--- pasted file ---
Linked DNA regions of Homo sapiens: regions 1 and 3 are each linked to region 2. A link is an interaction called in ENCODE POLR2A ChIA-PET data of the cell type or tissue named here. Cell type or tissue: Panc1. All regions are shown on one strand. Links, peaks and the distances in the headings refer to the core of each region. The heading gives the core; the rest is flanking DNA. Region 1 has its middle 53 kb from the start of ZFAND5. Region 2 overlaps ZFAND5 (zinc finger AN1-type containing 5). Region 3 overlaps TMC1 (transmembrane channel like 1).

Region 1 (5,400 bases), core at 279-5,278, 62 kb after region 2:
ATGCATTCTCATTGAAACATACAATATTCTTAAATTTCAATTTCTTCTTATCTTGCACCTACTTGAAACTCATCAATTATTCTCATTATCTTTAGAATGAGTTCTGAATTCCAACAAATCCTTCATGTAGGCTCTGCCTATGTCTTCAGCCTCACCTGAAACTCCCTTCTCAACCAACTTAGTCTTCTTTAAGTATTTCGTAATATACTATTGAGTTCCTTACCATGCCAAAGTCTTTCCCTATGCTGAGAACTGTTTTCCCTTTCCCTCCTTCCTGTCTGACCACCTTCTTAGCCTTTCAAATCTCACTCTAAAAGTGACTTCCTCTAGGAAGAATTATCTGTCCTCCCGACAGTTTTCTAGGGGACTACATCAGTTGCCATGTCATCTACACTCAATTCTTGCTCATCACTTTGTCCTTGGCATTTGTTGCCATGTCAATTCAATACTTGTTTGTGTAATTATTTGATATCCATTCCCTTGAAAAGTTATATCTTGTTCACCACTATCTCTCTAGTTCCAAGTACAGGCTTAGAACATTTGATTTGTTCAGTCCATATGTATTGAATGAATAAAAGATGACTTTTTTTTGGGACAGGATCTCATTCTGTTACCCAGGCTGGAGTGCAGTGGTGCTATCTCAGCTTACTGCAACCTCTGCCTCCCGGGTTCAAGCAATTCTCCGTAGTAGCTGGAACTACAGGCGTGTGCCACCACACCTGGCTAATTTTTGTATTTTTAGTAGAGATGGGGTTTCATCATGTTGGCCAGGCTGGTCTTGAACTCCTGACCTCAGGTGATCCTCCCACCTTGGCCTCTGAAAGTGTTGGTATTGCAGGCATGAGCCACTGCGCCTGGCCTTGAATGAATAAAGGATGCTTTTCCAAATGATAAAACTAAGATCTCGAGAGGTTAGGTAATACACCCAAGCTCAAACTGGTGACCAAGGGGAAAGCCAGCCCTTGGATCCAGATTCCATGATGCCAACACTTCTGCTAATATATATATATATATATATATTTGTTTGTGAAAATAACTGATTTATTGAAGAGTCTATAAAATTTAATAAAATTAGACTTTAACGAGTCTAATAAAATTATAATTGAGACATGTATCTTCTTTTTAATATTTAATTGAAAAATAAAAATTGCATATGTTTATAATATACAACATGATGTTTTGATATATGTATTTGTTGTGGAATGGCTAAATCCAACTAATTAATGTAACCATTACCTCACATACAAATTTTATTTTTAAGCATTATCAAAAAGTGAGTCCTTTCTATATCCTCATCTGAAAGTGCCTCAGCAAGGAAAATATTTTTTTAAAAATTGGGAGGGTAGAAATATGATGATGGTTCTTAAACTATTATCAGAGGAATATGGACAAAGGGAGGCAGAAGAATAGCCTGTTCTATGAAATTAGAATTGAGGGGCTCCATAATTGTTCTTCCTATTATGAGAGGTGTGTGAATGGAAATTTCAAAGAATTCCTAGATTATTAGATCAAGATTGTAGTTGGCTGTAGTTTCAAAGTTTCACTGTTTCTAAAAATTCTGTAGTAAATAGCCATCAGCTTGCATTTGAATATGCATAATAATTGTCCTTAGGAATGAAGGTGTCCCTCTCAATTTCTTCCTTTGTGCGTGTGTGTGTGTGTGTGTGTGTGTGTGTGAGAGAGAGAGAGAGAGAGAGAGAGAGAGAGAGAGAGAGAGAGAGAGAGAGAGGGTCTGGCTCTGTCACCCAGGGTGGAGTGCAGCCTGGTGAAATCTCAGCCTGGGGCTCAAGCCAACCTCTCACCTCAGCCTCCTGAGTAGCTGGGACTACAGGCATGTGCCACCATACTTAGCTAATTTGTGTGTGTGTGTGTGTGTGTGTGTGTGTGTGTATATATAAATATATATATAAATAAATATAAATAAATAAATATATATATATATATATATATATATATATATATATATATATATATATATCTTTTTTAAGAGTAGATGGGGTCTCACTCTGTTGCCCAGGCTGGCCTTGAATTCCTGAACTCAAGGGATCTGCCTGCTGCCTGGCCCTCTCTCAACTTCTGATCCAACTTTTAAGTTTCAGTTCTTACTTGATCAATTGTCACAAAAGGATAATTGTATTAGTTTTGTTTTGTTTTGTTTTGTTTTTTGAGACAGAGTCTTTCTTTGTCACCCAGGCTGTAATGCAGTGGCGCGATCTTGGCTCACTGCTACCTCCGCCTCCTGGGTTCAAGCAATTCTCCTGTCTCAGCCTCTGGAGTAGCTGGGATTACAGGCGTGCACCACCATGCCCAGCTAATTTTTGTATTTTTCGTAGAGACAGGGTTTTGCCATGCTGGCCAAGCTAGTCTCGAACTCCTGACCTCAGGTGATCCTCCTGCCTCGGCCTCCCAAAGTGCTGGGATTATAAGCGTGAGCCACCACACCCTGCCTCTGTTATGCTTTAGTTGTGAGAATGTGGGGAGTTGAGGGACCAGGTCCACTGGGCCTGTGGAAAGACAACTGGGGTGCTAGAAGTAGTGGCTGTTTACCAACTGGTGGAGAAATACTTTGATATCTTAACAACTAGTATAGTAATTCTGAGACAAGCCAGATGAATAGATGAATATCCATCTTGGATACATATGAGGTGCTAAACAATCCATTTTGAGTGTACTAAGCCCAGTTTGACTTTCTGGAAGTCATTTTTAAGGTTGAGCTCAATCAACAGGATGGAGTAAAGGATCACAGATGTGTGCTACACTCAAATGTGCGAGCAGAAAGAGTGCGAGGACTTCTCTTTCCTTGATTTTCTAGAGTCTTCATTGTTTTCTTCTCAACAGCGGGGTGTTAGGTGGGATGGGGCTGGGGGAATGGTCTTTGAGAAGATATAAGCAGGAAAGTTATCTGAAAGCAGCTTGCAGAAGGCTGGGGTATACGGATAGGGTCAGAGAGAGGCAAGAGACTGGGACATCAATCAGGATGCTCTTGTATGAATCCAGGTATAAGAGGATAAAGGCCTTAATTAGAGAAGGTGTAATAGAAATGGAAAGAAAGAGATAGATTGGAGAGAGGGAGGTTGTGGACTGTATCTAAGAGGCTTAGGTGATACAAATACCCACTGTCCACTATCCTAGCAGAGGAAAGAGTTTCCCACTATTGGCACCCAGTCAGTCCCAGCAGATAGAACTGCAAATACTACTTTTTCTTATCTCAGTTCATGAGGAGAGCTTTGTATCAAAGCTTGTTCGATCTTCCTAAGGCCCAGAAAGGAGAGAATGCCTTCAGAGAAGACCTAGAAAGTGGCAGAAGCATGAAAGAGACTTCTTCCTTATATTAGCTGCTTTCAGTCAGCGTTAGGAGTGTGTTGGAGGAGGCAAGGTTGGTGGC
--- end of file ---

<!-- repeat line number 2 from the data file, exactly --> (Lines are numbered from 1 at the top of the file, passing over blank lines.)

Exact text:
Region 1 (5,400 bases), core at 279-5,278, 62 kb after region 2: